Coronavirus | Legislative / Regulatory | Legislative & Regulatory

Non-essential Maryland businesses ordered closed; CPA firms may remain open

Maryland Gov. Larry Hogan has ordered the closing of all non-essential businesses and other establishments and prohibited large gatherings and events in response to the continued spread of COVID-19.

Among the businesses that may remain open are CPA firms, which are among those included in the federal list of organizations that are part of the "Essential Critical Infrastructure."

On March 21, MACPA President and CEO Tom Hood sent a letter to Gov. Hogan requesting that Maryland's CPAs be allowed to go to their physical offices when needed, "maintaining the social distance guidelines (less than 50 percent capacity) when in their offices," Hood stressed.

"While the profession has implemented remote work, there are some critical functions that are required to be done in the office, including payroll and banking in secure systems, processing mail with checks, invoices, and other financial correspondence," Hood wrote in his letter. "This falls under the Professional and Business Services classification of the (North American Industry Classification System) in two categories — No. 5412, 'Accounting, Tax Preparation, Bookkeeping, and Payroll Services,' and No. 5511, 'Management of Companies and Enterprises,' which covers CPAs and management accountants in businesses and non-profits (CFOs, controllers, etc.).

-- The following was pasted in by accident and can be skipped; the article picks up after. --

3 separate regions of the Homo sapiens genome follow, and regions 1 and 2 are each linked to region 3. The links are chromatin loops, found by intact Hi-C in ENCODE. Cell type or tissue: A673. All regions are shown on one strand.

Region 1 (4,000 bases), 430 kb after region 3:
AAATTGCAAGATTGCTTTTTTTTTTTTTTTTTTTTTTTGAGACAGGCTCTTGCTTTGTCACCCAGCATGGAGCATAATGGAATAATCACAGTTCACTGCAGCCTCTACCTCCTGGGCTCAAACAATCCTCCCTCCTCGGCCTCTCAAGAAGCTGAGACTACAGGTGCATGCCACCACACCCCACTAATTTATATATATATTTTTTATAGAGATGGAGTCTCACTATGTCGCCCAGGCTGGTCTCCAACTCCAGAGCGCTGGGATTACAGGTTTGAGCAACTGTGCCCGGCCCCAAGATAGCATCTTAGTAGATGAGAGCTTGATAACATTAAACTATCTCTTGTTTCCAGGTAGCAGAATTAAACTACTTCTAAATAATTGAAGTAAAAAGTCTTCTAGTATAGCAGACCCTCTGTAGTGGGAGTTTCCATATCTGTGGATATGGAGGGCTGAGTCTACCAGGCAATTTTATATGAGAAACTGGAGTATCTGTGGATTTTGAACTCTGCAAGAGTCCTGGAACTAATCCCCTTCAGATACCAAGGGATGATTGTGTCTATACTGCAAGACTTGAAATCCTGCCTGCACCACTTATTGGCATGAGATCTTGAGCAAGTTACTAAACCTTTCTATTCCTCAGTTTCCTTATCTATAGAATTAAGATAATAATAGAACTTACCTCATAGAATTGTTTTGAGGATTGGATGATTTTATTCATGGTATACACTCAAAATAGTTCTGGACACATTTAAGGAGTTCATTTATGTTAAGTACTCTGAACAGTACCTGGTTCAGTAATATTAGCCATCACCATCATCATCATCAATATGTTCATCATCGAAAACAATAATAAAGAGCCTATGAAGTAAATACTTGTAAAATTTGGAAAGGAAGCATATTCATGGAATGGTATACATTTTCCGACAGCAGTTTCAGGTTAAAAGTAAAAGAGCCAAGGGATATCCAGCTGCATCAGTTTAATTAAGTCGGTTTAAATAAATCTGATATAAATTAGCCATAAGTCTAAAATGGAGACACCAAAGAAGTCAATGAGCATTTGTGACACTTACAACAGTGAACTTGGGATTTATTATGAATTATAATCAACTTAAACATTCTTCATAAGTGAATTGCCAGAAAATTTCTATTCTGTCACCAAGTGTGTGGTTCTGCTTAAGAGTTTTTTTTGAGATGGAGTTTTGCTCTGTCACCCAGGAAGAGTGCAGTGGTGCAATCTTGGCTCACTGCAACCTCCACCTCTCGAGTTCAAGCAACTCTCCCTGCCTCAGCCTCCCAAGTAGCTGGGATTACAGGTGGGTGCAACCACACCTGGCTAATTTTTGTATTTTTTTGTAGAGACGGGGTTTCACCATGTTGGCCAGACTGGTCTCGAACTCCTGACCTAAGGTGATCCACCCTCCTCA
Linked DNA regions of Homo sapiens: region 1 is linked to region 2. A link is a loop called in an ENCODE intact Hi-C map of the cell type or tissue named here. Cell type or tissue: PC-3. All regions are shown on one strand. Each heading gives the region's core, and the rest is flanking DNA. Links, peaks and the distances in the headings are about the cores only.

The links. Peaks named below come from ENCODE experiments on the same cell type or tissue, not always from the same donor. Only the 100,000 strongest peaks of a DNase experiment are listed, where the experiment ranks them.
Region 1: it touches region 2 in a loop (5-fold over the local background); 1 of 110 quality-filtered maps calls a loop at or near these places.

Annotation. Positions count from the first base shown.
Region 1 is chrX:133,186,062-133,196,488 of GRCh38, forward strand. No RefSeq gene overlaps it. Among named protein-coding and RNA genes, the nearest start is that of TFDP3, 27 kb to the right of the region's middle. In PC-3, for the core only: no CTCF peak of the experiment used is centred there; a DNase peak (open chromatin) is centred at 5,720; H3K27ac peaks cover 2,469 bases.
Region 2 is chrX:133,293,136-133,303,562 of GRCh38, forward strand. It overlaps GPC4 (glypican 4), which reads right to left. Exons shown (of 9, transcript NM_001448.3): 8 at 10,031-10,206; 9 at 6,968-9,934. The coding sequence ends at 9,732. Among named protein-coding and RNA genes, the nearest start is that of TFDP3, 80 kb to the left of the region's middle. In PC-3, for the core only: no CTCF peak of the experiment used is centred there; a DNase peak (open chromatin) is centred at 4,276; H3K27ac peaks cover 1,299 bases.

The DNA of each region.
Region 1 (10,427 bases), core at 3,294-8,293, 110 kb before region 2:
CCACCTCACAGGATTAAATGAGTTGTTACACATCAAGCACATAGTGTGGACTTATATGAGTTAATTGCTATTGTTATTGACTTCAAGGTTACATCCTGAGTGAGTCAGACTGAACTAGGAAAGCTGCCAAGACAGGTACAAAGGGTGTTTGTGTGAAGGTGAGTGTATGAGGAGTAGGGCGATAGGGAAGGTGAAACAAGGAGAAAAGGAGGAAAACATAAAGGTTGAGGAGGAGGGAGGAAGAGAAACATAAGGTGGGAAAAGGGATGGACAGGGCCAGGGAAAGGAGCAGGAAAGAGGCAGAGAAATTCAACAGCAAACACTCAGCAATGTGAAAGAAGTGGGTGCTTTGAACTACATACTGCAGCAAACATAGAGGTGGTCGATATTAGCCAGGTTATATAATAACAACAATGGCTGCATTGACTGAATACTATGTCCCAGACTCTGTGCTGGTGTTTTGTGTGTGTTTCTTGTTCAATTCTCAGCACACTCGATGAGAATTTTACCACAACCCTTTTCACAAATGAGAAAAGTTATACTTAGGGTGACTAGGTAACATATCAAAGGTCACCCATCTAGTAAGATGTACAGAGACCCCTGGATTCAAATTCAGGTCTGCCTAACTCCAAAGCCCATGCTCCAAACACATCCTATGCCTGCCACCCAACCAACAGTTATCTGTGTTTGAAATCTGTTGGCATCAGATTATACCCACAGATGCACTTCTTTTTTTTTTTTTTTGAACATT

"CPAs are essential to the U.S. economy as we work on compliance with federal and state tax and financial reporting requirements," he added. "CPAs are essential for the preparation of taxes, audits, and financial reports for business financing and loans, projections, and contingency planning for businesses."

Other financial-service organizations are also exempt from the order, including:

  • Banks and credit unions.
  • Non-bank lenders.
  • Payroll processing companies.
  • Payment processing companies.
  • Armored car companies.
  • Insurance companies.
  • Securities and investment companies.

Gov. Hogan stressed that his order "is not a shelter-in-place order. However, all Marylanders are urged to remain home, and employers are urged to promote work-from-home arrangements to the greatest extent possible."

See the order, including the non-exhaustive list of businesses that may remain open, here.


Bill Sheridan